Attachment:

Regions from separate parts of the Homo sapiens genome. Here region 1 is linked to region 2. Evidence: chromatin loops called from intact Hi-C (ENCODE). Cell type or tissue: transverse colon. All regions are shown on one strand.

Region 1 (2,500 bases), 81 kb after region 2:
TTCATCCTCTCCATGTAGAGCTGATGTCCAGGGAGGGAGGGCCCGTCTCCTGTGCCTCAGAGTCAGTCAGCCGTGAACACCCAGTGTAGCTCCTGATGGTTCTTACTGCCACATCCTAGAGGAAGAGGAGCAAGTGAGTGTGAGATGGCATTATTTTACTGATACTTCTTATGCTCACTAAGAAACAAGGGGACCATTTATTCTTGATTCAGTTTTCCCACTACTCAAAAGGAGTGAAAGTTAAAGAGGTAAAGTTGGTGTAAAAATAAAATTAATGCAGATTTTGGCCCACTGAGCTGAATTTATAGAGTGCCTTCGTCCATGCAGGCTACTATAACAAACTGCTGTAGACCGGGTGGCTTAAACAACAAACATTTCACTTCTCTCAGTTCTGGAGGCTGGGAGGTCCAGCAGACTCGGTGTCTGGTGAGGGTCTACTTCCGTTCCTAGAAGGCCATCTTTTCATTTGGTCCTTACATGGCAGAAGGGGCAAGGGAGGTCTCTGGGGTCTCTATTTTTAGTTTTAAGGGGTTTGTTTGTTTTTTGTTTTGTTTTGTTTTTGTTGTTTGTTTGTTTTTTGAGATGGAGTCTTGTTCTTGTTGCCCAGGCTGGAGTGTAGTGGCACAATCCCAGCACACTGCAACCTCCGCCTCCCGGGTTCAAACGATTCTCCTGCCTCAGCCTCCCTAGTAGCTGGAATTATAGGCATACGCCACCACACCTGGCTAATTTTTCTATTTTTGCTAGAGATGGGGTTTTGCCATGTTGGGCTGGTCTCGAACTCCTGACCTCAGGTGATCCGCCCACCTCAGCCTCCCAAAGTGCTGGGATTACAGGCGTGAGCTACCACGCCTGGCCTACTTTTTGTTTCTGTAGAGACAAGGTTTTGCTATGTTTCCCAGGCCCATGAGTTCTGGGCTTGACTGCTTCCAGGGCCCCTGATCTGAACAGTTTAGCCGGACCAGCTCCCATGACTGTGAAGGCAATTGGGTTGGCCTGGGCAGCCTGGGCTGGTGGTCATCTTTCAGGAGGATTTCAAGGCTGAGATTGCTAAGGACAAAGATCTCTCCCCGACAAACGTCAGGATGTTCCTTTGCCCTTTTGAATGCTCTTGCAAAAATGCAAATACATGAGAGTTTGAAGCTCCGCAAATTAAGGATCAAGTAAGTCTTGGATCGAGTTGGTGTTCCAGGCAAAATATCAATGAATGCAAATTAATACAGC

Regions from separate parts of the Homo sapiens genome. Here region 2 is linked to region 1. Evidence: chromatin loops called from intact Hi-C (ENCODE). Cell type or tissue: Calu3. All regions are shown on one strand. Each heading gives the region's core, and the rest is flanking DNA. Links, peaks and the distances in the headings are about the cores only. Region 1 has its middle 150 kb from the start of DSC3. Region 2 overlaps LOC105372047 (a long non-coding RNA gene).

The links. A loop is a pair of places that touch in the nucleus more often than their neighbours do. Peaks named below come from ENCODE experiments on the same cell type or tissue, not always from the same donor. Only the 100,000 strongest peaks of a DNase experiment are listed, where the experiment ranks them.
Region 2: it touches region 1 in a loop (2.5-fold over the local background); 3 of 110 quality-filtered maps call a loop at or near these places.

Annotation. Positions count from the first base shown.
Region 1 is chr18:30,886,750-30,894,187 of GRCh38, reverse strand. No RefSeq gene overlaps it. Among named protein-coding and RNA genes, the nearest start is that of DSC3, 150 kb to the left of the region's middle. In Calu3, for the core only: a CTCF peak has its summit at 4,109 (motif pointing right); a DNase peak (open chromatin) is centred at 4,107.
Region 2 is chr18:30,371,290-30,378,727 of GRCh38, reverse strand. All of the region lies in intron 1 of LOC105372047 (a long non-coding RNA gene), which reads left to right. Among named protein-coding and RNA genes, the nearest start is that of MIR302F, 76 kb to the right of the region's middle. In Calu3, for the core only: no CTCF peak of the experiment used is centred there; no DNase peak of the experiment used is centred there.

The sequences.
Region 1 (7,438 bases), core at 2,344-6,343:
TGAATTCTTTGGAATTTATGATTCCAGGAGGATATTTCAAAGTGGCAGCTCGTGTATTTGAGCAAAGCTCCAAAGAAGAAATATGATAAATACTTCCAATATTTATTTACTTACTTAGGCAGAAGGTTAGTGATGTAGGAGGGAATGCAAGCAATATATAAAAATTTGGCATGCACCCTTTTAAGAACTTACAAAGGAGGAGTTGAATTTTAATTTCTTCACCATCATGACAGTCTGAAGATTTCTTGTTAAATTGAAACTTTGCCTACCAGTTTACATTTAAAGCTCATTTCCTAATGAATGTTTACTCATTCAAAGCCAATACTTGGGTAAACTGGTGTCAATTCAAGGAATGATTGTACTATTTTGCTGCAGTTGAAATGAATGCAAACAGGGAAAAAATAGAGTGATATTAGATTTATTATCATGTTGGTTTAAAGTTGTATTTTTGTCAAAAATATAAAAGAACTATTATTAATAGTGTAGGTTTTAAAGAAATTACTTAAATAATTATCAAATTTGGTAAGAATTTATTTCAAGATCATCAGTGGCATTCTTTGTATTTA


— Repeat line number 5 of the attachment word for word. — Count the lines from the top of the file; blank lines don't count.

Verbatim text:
The links. A loop is a pair of places that touch in the nucleus more often than their neighbours do. Peaks named below come from ENCODE experiments on the same cell type or tissue, not always from the same donor. Only the 100,000 strongest peaks of a DNase experiment are listed, where the experiment ranks them.